READ TIME: 5 minutes
Sponsors are a critical revenue stream for fundraising events. But how does your organization approach sponsors? Who do you task with the job? Members of your community who already know and support your mission are the best advocates for bringing in sponsorship revenue. Here’s how to help them help you.
Who Do You Know?
For many nonprofit organizations, cold-calling potential sponsors is the most difficult and least efficient way to earn sponsorship revenue for an event. It’s much easier to leverage internal advocates and save “dialing for dollars” as a last resort.
The people who know you best are the individuals and companies who have invested time in your event or organization. Here are some examples.
- Board of Directors. Most nonprofit boards are made up of individuals who are valued as much for who they know as for what they know. When it comes time to solicit sponsors for the annual fundraiser, this is a go-to group of influencers.
- Event honorees. Many individuals deserve recognition in any industry or community, but award recipients who also have extensive networks of corporate supporters can be very helpful in bringing in financial support for the event.
- Committee members: People who serve on event committees can sometimes occupy positions of influence that they can leverage for sponsorships.
- Organization leaders: The organization’s leadership team likely has relationships that should not be ruled out as potential sponsors. These include former employers; members of other business groups; companies whose missions are aligned with the event or organization; and companies that the organization does business with, such as banks, accounting firms, consultants, or technology companies.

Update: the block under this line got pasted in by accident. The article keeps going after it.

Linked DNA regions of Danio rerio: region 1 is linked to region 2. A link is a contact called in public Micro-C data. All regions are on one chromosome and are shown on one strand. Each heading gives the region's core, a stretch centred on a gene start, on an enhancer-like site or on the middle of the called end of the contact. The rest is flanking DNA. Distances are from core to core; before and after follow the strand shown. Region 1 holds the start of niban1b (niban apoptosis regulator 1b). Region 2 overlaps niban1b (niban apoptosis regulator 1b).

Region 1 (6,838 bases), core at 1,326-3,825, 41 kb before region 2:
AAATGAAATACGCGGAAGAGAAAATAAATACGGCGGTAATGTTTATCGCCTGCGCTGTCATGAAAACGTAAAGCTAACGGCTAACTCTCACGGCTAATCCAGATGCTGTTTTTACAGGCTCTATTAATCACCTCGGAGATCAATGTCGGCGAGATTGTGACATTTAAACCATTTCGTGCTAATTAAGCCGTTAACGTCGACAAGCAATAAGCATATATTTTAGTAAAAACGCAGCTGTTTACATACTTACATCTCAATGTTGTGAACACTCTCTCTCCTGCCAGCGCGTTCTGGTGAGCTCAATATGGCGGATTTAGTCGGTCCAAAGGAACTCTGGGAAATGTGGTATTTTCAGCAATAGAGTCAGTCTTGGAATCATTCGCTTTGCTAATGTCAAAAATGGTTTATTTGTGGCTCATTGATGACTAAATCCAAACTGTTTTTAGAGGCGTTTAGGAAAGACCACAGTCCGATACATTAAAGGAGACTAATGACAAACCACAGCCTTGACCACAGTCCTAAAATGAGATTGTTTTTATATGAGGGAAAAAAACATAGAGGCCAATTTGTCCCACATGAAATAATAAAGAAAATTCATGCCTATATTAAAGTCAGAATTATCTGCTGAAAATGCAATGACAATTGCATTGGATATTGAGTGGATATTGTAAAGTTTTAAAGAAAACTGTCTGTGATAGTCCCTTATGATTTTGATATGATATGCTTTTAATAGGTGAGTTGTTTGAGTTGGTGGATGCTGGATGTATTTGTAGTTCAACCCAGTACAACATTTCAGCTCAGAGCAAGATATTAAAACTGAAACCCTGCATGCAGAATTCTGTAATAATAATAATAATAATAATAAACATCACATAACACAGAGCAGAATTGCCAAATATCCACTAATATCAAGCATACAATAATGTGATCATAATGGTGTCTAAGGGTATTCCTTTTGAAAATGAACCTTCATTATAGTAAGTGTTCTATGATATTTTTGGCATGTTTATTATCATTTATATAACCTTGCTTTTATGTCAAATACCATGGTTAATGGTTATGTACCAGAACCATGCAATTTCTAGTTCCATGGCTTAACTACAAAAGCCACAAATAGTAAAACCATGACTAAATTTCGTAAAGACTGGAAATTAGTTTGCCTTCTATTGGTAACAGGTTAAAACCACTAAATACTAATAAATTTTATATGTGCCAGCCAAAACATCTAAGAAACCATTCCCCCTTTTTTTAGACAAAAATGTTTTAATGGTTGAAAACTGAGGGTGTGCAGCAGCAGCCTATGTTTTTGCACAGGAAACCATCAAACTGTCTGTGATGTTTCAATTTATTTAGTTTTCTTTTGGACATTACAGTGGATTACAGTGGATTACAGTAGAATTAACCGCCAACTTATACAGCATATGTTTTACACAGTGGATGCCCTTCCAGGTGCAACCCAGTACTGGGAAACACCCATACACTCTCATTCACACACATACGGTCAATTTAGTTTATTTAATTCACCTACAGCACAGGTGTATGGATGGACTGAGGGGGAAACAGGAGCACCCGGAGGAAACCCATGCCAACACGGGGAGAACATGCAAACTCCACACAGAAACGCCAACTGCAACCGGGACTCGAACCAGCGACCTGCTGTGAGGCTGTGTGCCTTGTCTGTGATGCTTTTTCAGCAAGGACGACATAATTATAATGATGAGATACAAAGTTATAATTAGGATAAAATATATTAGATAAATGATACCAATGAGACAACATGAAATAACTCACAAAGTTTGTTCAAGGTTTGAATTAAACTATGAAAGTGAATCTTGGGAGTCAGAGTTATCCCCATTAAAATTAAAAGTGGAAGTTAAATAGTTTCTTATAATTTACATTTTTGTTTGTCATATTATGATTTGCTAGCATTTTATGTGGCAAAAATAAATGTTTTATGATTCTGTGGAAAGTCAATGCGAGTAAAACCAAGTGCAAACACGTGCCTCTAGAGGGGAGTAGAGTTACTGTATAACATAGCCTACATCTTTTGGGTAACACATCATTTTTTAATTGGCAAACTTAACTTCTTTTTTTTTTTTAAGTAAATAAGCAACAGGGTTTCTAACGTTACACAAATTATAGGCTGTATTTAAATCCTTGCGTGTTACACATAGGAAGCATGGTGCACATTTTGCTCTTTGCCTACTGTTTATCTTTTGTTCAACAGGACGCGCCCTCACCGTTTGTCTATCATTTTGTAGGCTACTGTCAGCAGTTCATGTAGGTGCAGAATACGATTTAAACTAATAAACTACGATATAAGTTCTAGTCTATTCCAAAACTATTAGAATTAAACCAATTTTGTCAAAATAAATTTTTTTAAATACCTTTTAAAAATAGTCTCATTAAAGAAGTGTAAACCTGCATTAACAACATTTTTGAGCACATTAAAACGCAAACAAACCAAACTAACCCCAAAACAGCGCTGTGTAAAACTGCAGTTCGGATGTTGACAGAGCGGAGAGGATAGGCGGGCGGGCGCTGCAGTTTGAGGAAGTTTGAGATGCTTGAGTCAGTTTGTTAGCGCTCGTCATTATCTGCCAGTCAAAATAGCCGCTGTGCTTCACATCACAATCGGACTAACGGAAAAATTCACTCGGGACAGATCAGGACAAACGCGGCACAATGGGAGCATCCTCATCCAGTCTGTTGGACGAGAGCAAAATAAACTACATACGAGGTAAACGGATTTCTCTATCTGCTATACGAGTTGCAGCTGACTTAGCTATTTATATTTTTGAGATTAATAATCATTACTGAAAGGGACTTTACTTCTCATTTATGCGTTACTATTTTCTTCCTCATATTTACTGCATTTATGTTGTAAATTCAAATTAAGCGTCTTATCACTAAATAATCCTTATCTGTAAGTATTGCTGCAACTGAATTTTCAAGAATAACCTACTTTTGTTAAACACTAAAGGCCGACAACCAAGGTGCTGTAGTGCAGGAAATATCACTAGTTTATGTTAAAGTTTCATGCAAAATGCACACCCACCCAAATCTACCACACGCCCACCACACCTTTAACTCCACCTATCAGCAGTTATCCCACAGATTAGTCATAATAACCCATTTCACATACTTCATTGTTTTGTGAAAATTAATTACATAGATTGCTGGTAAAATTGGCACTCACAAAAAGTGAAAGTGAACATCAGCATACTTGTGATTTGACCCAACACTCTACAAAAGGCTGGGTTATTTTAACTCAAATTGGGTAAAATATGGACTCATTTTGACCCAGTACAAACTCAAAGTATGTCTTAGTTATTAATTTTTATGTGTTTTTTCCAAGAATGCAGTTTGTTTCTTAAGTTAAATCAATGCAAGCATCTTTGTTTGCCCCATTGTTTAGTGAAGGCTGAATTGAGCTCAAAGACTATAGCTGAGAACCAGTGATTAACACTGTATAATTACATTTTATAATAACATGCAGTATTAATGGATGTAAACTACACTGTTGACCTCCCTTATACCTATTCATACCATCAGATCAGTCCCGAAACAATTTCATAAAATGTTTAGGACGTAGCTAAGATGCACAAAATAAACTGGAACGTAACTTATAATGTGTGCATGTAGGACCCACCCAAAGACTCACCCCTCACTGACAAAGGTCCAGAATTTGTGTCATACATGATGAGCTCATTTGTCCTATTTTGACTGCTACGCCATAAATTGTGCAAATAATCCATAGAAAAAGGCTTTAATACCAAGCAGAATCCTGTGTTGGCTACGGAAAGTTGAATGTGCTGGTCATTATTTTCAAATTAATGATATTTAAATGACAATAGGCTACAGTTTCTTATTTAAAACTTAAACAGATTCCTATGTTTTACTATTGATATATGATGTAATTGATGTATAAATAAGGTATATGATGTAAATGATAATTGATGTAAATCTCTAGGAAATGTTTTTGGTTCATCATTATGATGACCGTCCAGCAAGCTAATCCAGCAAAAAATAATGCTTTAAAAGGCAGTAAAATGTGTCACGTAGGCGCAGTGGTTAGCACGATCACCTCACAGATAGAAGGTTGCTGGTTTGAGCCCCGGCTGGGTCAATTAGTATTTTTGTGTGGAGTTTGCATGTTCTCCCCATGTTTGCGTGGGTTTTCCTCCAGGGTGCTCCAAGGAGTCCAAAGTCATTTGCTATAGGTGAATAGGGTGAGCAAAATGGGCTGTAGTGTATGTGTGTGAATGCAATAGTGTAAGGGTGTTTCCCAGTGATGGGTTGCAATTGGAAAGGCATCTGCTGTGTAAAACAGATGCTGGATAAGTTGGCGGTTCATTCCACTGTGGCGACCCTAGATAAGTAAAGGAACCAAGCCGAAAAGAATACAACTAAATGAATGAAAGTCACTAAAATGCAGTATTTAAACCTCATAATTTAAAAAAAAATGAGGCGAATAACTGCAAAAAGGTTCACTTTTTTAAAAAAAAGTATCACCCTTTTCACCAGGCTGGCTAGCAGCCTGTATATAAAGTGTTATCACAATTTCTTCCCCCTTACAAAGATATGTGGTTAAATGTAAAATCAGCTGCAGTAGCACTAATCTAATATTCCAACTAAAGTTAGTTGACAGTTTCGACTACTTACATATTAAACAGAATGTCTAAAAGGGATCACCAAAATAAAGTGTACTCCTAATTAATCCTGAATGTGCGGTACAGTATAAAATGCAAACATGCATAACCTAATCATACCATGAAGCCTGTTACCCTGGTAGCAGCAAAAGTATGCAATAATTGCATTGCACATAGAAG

Who Do You Send to Make the Pitch?
While the insiders have the connections, they may not be the best people to make the sponsorship presentation. This might be a job for the organization’s executive director, board chair, or committee chair. Weigh whoever is most capable against who has the strongest relationship when deciding who should be making the pitch.
What Do They Present?
No matter who makes the pitch, they need to have the right information and approach. The appeal should include:
- A story about an individual or a group that will directly benefit from the event and the sponsor’s support.
- A personal experience that explains how the presenter became involved, the impact they have witnessed, or what their experience has been with the organization.
- An understanding of the organization’s impact on the community.
- Ideas on how the brand will benefit from the sponsorship: brand awareness, community impact, potential sales to event attendees, increased brand loyalty, positive brand image.
Don’t forget to prepare the presenter while you’re preparing the presentation. Role play can help with that.
The Bottom Line
Event sponsorships should grow as the organization’s reputation, event, impact, and outcomes grow. But making sure that insiders and influencers are always on the lookout and prepared to make a pitch will help increase and sustain fundraiser sponsorship year after year.